Recommended Age, Grade, and Reading Levels
- Age: 12 to 15
- Grade: 5 to 7
- Reading age: 12 to 15
For Tara and her brother, Suraj, the year their mother and grandfather fled the village of Morni in the middle of the night has been a nightmare. Their new stepmother is cruel and deceptive, and the village itself is lacking a healer. What's more, men of the village have been disappearing, often returning in a strange, altered form.
When a new healer, Zarku, a mysterious man with a third eye possessing strange power, suddenly appears in Morni, all are mesmerized by his magic -- all except Tara, who sees through his evil disguise.
With nothing but her own courage and wit, Tara tries to find her missing mother and grandfather, the true healer, in time to save her village. But along the way she must enlist the help of the god Ganesh and the lord of death, Yama, or she, like others before her, will fall victim to Zarku's third eye.
About the author
Mahtab Narsimhan is the author of several critically acclaimed books, including Silver Birch Award winner The Third Eye. Her novel, The Tiffin (Dancing Cat Books, 2011), was nominated for numerous awards in Canada and was recently published in the United Kingdom and Taiwan. Mission Mumbai is her publishing debut in the United States. Mahtab is a native of Mumbai, India, and lives in Toronto, Canada. Visit her online at www.mahtabnarsimhan.com.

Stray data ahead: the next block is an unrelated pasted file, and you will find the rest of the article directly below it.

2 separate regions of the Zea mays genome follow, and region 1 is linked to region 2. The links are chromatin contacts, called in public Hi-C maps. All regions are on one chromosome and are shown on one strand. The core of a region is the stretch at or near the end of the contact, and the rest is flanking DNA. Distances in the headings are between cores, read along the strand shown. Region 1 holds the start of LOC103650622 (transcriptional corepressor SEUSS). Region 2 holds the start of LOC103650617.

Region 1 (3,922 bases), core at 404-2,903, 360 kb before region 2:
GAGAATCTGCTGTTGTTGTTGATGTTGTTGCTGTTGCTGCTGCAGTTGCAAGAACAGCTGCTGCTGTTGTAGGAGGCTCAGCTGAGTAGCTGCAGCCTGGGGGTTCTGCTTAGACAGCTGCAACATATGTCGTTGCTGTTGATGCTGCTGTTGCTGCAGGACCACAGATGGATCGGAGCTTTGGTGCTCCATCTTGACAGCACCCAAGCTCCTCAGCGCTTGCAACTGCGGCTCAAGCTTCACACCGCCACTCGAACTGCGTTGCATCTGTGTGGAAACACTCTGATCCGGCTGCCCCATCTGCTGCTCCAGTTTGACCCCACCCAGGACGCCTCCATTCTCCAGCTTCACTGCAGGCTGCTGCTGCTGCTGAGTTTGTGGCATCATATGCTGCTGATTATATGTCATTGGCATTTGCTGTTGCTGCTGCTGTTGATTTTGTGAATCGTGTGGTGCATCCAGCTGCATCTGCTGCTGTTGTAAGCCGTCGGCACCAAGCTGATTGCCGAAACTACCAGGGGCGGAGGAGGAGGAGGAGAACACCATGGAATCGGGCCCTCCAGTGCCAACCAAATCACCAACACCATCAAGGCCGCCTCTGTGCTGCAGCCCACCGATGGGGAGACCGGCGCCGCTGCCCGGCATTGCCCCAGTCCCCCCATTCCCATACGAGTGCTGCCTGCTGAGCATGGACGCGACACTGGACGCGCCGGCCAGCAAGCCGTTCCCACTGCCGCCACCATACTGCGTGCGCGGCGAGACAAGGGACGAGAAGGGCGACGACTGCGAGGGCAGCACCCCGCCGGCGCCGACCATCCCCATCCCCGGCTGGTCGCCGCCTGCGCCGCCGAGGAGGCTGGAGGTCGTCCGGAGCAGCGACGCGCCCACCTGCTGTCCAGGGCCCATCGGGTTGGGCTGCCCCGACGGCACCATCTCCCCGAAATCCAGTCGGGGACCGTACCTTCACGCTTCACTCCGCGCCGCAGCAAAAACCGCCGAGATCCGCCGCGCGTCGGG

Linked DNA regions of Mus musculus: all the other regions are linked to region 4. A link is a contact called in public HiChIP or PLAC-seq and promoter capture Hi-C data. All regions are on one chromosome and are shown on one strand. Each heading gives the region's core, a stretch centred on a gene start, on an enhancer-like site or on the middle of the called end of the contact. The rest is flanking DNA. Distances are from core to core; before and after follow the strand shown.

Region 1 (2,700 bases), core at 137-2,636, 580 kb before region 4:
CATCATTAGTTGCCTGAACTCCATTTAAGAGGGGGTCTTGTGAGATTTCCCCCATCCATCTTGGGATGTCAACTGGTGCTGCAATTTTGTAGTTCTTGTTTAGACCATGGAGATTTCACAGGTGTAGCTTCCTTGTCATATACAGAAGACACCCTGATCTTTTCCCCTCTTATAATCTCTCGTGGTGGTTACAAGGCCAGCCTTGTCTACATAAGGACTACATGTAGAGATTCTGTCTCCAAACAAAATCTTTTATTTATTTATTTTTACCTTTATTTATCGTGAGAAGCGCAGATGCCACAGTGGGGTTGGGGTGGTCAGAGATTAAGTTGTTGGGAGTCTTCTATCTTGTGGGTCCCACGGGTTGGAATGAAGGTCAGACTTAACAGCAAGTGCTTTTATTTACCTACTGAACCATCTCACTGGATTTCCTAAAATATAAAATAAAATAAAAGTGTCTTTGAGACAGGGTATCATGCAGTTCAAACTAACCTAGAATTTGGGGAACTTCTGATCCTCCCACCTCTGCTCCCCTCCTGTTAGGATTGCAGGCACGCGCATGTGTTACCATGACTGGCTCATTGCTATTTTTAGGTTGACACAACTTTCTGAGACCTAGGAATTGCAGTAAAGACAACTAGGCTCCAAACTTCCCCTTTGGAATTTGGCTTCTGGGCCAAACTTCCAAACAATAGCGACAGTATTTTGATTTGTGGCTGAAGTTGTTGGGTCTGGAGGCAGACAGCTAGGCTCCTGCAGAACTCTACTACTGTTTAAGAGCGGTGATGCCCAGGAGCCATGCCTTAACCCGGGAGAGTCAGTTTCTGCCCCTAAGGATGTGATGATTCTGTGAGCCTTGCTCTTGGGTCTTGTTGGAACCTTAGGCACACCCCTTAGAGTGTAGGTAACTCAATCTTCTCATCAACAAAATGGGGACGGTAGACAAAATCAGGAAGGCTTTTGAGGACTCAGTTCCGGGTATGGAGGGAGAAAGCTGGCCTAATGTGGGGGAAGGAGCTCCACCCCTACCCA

- Commended, Best Books for Kids & Teens
- Winner, Silver Birch Award
- Long-listed, CLA Book of the Year for Children Award
The Third EyeStrange things have been going on in the village of Morni where Tara and her brother live. Men from the village have been disappearing, and returning in a strange and altered form. When a new healer Zarku appears — with a third eye possessing a frightening power — only Tara can see through his evil disguise. With nothing but courage and wit, Tara will set out to find her missing mother and grandfather, and try to save her village. But if she fails, she’ll fall victim to Zarku’s third eye and meet a terrifying fate.
In her first novel, author Mahtab Narsimhan combines elements of classic fairy tales, such as “Hansel and Gretel,” with Indian mythology for a highly original and entertaining fantasy adventure. The story begins on a strong note, creating an eerie and tension-filled atmosphere that immediately raises questions with the readers, and foreshadows what is to come.
The author also touches on important themes in the story, including courage, self-reliance, loyalty, ingenuity and perseverance. From the moment Tara and her brother run away from their malevolent stepmother, she begins to discover these traits in herself. After making a deal with Yama, the Hindu lord of death, to save the life of a friend, she realizes that she alone can decide which way her moral compass is pointing and that the fate of many rests on her courage.
Overall, the book moves along at a swift pace, but the dialogue occasionally feels forced, and some passages clunky and awkward. Though the age of the characters are never specifically mentioned, the book reads much younger than the apparent target audience of teens.
Despite this difficulty, readers will enjoy the lushly described Indian setting as well as the cultural references to Hindu gods and celebrations, making this a solid middle grade read suitable for literature circles or book club discussions.
Source: The Canadian Children's Bookcentre. Spring 2008. Vol.31 No.2.
The Third EyeWhen a new healer, Zarku, suddenly appears in the village of Morni, everyone is mesmerized by his magic — except Tara and her brother, Suraj, who see through his evil disguise. Can Tara save her village from Zarku?
Source: The Canadian Children’s Book Centre. Best Books for Kids & Teens. 2009.